On the front page of the March 1, 1860 edition of Rev. Samuel Chenery Damon’s monthly intelligencer ‘The Friend’ is an interesting editorial reflecting, no doubt, Damon’s sentiments. “Do Not The Japanese Know What They Are About?” is a clear statement of respect for both the Chinese and Japanese peoples. As he states, “John Chinaman, and his Japanese cousins, are not ignoramuses which some self-inflated and self-conceited outside barbarians suppose them to be.”
He illustrates his message with remarks by an American missionary in Asia:
It is very common to hear and read statements respecting Chinese and Japanese exclusiveness, and want of a correct knowledge of outside barbarians. This may be flattering to European and American intelligence, but if the truth was known, we doubt not that those people would be found to entertain far more information respecting Europe and America than we give them credit for.
In the late battle with the English at the Peiho River, the Chinese came off victorious, but no credit is given to them, as some Russians must have been behind the breast works!
The following remarks by the Rev. Dr. Macgowan, an American missionary, are exceedingly suggestive. John Chinaman, and his Japanese cousins, are not ignoramuses which some self-inflated and self-conceited outside barbarians suppose them to be:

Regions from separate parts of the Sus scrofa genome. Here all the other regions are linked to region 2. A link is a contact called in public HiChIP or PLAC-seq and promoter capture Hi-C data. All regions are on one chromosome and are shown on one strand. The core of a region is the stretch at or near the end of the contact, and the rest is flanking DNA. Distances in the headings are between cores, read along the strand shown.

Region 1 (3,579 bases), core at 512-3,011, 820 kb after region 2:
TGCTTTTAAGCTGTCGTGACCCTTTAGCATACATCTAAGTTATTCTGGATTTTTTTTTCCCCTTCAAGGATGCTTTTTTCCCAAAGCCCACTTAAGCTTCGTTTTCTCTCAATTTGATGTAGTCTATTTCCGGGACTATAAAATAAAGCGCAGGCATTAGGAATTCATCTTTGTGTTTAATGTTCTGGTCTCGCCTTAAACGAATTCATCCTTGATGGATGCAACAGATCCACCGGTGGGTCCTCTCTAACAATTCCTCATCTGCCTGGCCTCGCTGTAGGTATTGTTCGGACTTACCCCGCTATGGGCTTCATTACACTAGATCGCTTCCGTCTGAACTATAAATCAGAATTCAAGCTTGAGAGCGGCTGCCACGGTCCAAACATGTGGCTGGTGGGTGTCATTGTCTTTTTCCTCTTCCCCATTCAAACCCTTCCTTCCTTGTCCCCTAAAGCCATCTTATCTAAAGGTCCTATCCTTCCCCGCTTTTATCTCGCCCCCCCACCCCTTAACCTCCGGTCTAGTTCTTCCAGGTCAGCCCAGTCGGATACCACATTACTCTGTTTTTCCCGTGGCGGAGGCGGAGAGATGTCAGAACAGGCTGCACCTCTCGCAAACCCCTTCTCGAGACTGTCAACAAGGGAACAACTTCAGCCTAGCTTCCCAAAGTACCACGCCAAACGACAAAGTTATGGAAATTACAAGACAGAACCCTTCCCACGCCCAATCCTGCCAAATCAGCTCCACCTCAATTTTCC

JAPANESE BOOKS. – I spent several hours daily in a book-shop, where several curious things turned up. One of these afforded me, I confess, some gratification; it was the republication, by the late Prince of Satzuma, of my book on the Law of Storms. Persons who, like M. Huc, are guiltless of publishing anything in Chinese, and therefore beyond the reach of criticism, have sneered at the literary productions of Protestant missionaries, my own included.
Now, I submit, that if our books are as defective in style as has been represented, the Japanese would not republish them; at least it may be supposed that they were worth reading. There are probably few, if any, books published by missionaries on secular affairs, that have not been re-published by the knowledge-loving Japanese.
The largest work of the kind is from the pen of the senior missionary in China, Dr. Bridgman –a geographical and statistical account of America, issued some twenty years ago. To that book the Japanese are indebted for their knowledge of our country –a knowledge so precise as to excite surprise.
We now see how they obtained it. Those who think that no sort of truth except that contained in Holy Writ should be given to the heathen by missionaries, will think Dr. B.’s geography has done no good.
I think otherwise. I have no grounds for affirming that it contributed to prepare the way for a favorable reception to the United States expedition under Commodore Perry; but sure I am that it has taught them to understand and to respect our countrymen having relations with this land, whether political, mercantile, or missionary.